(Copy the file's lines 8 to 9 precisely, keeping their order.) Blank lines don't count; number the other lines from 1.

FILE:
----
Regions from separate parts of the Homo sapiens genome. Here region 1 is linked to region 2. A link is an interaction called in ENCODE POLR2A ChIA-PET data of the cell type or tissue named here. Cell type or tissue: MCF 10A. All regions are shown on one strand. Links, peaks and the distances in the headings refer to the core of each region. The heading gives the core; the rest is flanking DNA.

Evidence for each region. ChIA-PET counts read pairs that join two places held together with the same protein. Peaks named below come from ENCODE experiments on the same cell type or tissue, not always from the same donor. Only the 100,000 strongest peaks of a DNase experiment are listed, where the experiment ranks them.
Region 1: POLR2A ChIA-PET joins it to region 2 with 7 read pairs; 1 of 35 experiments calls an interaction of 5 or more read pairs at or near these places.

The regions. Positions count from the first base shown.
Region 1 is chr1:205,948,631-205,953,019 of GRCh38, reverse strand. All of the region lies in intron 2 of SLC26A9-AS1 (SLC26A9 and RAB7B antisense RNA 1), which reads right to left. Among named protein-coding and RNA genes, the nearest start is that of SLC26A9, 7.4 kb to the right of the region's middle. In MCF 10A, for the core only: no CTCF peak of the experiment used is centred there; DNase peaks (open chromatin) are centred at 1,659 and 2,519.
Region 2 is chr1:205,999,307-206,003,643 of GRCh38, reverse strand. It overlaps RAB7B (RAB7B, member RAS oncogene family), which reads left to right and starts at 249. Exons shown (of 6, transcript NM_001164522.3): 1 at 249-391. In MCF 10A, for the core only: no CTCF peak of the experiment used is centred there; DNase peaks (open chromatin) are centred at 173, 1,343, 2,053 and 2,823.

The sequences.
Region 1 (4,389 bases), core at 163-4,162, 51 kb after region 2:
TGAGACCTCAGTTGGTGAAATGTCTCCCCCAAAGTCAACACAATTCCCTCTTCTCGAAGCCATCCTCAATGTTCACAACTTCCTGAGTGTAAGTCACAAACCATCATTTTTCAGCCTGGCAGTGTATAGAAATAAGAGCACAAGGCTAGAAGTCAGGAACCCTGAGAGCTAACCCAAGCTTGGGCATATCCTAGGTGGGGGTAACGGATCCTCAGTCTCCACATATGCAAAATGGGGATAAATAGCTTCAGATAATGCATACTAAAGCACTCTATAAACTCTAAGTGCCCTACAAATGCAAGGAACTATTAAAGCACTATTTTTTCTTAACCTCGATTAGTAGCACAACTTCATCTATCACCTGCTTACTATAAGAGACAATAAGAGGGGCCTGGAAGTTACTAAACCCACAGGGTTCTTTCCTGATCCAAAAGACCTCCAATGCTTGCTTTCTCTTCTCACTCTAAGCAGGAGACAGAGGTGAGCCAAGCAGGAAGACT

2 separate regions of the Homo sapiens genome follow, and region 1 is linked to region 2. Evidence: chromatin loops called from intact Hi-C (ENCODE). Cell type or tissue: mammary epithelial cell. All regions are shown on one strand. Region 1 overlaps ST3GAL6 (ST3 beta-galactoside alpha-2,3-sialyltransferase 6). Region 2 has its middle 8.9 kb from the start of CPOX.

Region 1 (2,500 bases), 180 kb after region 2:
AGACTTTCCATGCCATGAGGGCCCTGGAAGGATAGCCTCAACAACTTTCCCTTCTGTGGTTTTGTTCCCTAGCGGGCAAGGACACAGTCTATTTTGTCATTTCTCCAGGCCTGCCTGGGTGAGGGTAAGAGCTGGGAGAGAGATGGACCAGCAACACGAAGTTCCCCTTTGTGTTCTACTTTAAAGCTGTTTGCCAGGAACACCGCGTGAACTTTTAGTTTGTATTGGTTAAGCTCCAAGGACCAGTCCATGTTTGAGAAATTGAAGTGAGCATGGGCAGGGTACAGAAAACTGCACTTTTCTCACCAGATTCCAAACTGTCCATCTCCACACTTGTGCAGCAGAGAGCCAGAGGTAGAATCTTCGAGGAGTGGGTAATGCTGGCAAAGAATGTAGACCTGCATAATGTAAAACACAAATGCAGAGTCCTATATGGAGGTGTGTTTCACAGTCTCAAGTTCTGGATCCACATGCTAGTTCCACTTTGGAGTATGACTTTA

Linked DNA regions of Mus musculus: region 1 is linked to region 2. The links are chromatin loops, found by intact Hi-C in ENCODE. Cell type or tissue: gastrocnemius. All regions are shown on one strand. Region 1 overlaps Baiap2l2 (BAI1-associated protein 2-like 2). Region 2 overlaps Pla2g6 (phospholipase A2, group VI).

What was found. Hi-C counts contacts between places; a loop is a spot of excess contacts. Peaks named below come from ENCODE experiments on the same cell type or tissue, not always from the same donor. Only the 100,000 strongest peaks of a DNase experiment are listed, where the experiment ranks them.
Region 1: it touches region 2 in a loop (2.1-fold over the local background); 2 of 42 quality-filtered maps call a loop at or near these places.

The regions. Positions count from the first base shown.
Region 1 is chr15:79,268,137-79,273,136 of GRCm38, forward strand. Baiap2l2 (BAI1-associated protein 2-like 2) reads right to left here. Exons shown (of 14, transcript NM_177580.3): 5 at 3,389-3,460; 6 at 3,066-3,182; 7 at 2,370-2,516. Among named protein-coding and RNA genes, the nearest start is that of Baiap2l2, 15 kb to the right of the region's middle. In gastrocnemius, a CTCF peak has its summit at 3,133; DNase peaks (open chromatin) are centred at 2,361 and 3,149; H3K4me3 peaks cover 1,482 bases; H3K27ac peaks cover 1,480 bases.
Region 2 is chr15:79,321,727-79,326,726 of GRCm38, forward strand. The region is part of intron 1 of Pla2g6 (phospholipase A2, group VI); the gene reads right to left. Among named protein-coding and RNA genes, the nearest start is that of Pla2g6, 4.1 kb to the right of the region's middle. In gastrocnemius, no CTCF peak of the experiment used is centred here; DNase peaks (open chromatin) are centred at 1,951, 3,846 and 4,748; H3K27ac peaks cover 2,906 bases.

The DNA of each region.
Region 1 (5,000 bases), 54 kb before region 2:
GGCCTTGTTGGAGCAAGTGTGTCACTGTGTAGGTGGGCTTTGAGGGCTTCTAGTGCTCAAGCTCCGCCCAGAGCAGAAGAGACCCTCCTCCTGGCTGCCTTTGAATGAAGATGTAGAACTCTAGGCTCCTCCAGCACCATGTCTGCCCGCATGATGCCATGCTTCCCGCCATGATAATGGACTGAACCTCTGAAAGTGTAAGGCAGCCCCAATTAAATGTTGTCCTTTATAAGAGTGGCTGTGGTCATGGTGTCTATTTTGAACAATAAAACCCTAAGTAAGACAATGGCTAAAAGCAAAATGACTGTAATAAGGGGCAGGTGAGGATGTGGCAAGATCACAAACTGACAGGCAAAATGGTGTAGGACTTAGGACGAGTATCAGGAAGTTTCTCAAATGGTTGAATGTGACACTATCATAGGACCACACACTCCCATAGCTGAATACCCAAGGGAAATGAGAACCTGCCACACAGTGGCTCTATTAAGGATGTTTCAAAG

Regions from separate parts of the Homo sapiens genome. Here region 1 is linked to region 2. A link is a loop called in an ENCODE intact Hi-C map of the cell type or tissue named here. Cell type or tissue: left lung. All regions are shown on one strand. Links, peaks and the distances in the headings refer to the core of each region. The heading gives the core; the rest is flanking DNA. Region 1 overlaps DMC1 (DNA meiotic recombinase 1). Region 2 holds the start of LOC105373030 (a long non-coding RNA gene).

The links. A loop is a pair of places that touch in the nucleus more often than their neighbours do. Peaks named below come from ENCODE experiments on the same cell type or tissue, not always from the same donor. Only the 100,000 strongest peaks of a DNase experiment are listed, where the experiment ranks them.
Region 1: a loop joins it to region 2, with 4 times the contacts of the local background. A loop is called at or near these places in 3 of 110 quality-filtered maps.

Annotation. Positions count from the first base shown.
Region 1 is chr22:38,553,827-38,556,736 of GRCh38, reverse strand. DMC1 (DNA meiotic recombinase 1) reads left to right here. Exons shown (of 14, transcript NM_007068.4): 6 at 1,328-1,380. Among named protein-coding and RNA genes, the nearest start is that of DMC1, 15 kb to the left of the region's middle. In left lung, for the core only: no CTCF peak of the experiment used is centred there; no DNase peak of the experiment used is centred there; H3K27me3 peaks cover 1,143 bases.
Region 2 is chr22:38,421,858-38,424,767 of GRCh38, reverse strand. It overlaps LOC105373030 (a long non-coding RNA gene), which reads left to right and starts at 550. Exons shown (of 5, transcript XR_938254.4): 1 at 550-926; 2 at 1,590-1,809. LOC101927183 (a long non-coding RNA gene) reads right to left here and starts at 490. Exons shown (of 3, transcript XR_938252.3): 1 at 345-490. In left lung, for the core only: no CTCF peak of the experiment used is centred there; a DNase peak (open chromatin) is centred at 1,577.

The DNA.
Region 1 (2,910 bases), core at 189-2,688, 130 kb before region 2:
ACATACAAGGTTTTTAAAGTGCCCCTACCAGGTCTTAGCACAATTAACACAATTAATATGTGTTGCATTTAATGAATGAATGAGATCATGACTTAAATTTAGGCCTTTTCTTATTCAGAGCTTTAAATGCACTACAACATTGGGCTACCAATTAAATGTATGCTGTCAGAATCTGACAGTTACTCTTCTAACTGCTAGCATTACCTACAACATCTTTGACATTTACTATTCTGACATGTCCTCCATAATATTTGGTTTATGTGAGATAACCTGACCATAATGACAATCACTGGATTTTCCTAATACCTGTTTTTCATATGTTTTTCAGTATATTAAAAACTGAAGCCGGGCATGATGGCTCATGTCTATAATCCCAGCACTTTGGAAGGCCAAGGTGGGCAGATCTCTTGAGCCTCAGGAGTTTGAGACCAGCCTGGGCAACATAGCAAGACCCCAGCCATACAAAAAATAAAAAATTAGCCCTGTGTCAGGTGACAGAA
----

Region 1 (4,389 bases), core at 163-4,162, 51 kb after region 2:
TGAGACCTCAGTTGGTGAAATGTCTCCCCCAAAGTCAACACAATTCCCTCTTCTCGAAGCCATCCTCAATGTTCACAACTTCCTGAGTGTAAGTCACAAACCATCATTTTTCAGCCTGGCAGTGTATAGAAATAAGAGCACAAGGCTAGAAGTCAGGAACCCTGAGAGCTAACCCAAGCTTGGGCATATCCTAGGTGGGGGTAACGGATCCTCAGTCTCCACATATGCAAAATGGGGATAAATAGCTTCAGATAATGCATACTAAAGCACTCTATAAACTCTAAGTGCCCTACAAATGCAAGGAACTATTAAAGCACTATTTTTTCTTAACCTCGATTAGTAGCACAACTTCATCTATCACCTGCTTACTATAAGAGACAATAAGAGGGGCCTGGAAGTTACTAAACCCACAGGGTTCTTTCCTGATCCAAAAGACCTCCAATGCTTGCTTTCTCTTCTCACTCTAAGCAGGAGACAGAGGTGAGCCAAGCAGGAAGACT